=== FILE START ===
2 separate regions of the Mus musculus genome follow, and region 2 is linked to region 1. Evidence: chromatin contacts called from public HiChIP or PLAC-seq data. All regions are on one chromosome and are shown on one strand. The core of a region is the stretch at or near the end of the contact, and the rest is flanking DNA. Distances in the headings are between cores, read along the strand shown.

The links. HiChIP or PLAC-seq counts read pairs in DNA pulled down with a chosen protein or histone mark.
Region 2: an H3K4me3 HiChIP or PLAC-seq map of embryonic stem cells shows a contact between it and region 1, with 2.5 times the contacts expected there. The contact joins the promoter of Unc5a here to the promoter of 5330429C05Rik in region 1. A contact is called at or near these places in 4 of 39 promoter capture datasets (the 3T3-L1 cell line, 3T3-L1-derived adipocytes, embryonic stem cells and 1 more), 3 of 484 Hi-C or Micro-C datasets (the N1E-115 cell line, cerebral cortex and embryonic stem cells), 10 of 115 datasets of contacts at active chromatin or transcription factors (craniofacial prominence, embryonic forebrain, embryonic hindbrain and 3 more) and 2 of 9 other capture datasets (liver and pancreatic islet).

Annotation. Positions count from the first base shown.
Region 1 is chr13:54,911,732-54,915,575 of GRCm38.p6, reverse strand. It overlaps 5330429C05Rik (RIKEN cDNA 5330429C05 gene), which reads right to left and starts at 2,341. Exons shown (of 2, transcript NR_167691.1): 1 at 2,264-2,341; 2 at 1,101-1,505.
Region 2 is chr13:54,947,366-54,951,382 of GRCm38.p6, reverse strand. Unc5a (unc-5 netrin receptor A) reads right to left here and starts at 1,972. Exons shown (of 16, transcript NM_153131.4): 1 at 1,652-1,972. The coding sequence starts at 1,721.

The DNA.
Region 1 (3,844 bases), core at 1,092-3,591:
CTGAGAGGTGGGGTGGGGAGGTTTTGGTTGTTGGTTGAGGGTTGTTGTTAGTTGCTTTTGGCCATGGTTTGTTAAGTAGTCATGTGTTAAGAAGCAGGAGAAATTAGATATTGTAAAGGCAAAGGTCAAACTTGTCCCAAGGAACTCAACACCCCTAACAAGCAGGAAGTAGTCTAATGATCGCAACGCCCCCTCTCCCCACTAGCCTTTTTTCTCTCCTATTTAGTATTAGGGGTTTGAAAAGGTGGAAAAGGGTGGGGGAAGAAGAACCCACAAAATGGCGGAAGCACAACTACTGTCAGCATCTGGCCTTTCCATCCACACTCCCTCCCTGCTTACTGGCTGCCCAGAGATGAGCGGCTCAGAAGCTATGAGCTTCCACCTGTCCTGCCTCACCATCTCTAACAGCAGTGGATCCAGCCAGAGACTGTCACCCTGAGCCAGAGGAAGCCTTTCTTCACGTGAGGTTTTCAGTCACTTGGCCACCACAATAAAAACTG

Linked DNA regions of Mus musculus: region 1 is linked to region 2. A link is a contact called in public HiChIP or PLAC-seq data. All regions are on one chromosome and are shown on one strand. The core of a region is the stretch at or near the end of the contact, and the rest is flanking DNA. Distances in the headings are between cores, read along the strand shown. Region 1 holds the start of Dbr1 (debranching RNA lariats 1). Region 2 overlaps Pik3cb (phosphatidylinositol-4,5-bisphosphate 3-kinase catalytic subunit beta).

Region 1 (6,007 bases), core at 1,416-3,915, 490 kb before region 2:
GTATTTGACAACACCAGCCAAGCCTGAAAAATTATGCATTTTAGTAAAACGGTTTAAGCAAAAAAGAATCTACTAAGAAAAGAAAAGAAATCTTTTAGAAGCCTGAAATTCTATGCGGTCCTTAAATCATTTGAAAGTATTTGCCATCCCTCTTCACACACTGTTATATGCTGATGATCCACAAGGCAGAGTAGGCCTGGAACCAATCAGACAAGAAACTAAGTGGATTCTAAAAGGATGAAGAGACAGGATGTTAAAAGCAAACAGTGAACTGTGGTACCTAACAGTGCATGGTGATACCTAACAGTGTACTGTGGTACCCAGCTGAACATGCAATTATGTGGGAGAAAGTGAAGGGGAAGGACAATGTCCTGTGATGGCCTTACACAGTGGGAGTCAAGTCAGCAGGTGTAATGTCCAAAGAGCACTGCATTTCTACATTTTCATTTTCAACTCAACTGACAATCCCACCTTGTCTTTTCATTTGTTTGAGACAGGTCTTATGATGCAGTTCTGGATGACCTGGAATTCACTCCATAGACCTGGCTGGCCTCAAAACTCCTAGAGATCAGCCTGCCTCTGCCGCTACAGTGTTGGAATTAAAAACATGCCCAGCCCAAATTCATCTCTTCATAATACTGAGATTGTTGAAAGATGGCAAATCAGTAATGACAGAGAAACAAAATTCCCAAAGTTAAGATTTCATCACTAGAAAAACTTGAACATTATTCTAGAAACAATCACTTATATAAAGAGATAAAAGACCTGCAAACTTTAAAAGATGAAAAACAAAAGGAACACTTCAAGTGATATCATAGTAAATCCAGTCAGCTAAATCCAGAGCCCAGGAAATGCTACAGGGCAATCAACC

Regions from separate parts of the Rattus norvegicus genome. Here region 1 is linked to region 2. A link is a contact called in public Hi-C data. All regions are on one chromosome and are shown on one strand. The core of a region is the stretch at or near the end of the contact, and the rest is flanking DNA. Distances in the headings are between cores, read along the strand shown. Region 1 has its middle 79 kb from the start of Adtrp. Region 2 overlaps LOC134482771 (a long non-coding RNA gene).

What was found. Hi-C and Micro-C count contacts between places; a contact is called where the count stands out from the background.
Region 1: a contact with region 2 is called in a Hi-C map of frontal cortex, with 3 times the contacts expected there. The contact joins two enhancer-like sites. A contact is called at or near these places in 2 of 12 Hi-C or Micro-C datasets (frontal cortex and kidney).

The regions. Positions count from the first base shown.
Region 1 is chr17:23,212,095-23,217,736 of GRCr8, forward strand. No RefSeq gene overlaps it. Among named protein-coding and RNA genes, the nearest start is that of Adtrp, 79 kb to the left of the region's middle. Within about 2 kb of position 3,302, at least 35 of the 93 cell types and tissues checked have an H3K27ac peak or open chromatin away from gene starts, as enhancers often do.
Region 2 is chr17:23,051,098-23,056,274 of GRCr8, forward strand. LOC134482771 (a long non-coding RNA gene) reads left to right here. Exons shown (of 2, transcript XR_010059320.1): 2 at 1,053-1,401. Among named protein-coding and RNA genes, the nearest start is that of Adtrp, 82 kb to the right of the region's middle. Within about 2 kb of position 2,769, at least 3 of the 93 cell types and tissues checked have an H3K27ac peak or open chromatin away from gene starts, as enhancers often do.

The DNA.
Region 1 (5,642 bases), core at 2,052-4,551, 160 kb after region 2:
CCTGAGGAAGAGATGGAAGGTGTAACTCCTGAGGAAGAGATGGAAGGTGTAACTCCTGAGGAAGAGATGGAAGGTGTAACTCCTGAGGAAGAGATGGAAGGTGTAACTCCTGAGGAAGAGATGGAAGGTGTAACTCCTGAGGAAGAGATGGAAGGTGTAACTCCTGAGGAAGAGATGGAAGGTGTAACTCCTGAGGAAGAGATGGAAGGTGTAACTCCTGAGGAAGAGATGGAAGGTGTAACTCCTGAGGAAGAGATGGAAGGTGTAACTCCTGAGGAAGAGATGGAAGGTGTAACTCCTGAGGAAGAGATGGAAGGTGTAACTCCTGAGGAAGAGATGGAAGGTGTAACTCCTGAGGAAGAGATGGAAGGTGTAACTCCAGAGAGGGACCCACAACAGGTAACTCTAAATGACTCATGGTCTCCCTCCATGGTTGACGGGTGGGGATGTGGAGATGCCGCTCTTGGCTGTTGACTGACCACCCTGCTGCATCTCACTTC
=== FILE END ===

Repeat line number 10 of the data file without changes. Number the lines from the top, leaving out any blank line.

Linked DNA regions of Mus musculus: region 1 is linked to region 2. A link is a contact called in public HiChIP or PLAC-seq data. All regions are on one chromosome and are shown on one strand. The core of a region is the stretch at or near the end of the contact, and the rest is flanking DNA. Distances in the headings are between cores, read along the strand shown. Region 1 holds the start of Dbr1 (debranching RNA lariats 1). Region 2 overlaps Pik3cb (phosphatidylinositol-4,5-bisphosphate 3-kinase catalytic subunit beta).